Experts claim tourism to be a smokeless industry and profitable to the host country, but in reality this supposedly environmentally harmless business activity is based on consumption which really impacts the environment.
Ecotourism means responsible travel to pristine and usually protected areas and only small groups.
Mass tourism impacts not only the environment, but also communities inhabiting the location in a number of ways – the first of which is making life in general more expensive, and changing morality, especially in small, traditional communities.
Ecotourism tries to educate participants to preserve ecology, to help the local population elevate their living standards, and develop respect for other peoples.
It attracts well-to-do people interested in flora, fauna, cultural heritage, energy conservation, creating economic opportunities, and to preserve much as possible.
Ecotourism emphasizes – reduction, re-use, recycling and rising of awareness.
Generally, tourism organizers are interested in profits and care little about the well being of the local population.
emphasizes local benefits and invests to the extent possible in destinations, be it accommodation, education, and employment. It involves grassroots, recognizes performance and respects local culture, rather than imposing foreign values and business practices. It supports nature, environmental conservation, rather than consumption.
Ecotourists are or must become part of the process.
The industry is diverse and may be based on the desire to discover, to understand other cultures, intellectual and spiritual heritage, and has a geographic focus attracting more females than males, individuals older than 30 years of age, “outdoorsy” types, education oriented and generally experienced travellers.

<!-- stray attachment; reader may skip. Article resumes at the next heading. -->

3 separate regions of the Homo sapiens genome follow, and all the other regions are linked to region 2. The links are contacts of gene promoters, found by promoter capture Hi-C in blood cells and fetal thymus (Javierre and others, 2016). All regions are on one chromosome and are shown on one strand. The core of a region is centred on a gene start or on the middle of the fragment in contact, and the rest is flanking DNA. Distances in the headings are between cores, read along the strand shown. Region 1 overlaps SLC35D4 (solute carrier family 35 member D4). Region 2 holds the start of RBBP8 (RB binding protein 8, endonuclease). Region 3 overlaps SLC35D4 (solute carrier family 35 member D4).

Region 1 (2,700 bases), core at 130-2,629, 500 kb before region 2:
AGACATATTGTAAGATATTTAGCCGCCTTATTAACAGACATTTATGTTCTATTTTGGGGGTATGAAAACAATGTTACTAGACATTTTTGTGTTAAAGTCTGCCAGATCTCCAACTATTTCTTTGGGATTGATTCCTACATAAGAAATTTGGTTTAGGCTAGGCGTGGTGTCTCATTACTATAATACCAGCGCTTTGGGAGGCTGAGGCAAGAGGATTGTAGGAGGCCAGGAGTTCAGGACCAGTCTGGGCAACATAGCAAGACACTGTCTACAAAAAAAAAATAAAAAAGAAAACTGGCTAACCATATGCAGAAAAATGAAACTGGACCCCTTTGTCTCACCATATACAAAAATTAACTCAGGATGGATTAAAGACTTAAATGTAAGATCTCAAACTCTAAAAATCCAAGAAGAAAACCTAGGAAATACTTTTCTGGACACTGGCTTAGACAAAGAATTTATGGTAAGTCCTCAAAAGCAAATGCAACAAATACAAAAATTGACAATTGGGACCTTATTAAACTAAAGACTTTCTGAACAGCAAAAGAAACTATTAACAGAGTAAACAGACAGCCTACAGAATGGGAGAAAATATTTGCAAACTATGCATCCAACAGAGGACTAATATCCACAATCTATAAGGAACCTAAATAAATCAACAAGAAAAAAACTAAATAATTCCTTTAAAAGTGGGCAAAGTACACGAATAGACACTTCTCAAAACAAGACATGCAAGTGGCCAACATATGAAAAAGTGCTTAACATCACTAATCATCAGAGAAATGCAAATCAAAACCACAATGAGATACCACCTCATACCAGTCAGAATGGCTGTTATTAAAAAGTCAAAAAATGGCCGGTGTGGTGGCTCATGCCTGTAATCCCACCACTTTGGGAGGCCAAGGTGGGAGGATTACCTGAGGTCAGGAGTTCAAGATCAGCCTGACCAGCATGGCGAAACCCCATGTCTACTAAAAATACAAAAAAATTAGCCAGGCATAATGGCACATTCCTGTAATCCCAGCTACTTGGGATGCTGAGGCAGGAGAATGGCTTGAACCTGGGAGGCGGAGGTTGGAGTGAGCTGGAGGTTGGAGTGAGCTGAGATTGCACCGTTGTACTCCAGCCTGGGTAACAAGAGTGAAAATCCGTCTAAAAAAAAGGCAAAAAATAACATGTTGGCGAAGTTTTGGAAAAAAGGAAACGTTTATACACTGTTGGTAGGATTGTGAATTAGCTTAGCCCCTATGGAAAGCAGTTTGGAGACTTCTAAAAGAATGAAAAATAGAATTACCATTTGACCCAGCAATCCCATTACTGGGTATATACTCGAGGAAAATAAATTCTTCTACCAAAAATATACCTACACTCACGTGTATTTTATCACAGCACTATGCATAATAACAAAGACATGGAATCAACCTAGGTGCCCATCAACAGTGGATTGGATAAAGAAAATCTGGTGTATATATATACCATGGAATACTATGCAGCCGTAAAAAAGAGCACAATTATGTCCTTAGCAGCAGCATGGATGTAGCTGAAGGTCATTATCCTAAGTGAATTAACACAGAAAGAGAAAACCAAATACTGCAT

The term ecotourism was coined and popularized first in 1983 by Hector Caballos-Lascurain from Mexico and has been growing at 10 – 15 per cent annually.
must be based on local government rules and regulations which must be rigorously enforced in the way as Bhutan, a small mountainous country in south eastern Asia, that requires a daily “privilege tax” to visit the country enforces. This regulates inflow of tourists, and further rules impose the use of local guides and adherence to local customs.
Modern, western-conceived huge hotels designed stone or other modern construction materials are not permitted, and it the tropics no building can exceed the height of the highest tree.
Ecosystems are fragile. They may be terrestrial, aquatic (lenti- involves lakes, ponds or swamps, or lotic- rivers, streams, and springs).
Ecotourism protects the lifestyle of indigenous populations, and ecotourists must be made aware that locals must benefit from their “guests” rather than, the guests exploiting their generosity.
A few ecotourists dos:
Unplug all appliances at home before leaving house, except freezer
Unplug while you are at your destination (using energy responsibly in the hotel or other types of accommodation)
Offset your unavoidable footprint to the extent possible
Travel responsibly (instead of flying use water transportation or train, if possible)
Book accommodation responsibly (choose mid-priced or bed and breakfast or small operations)
Choose greener ways to get around (use public transportation, bike, or walk)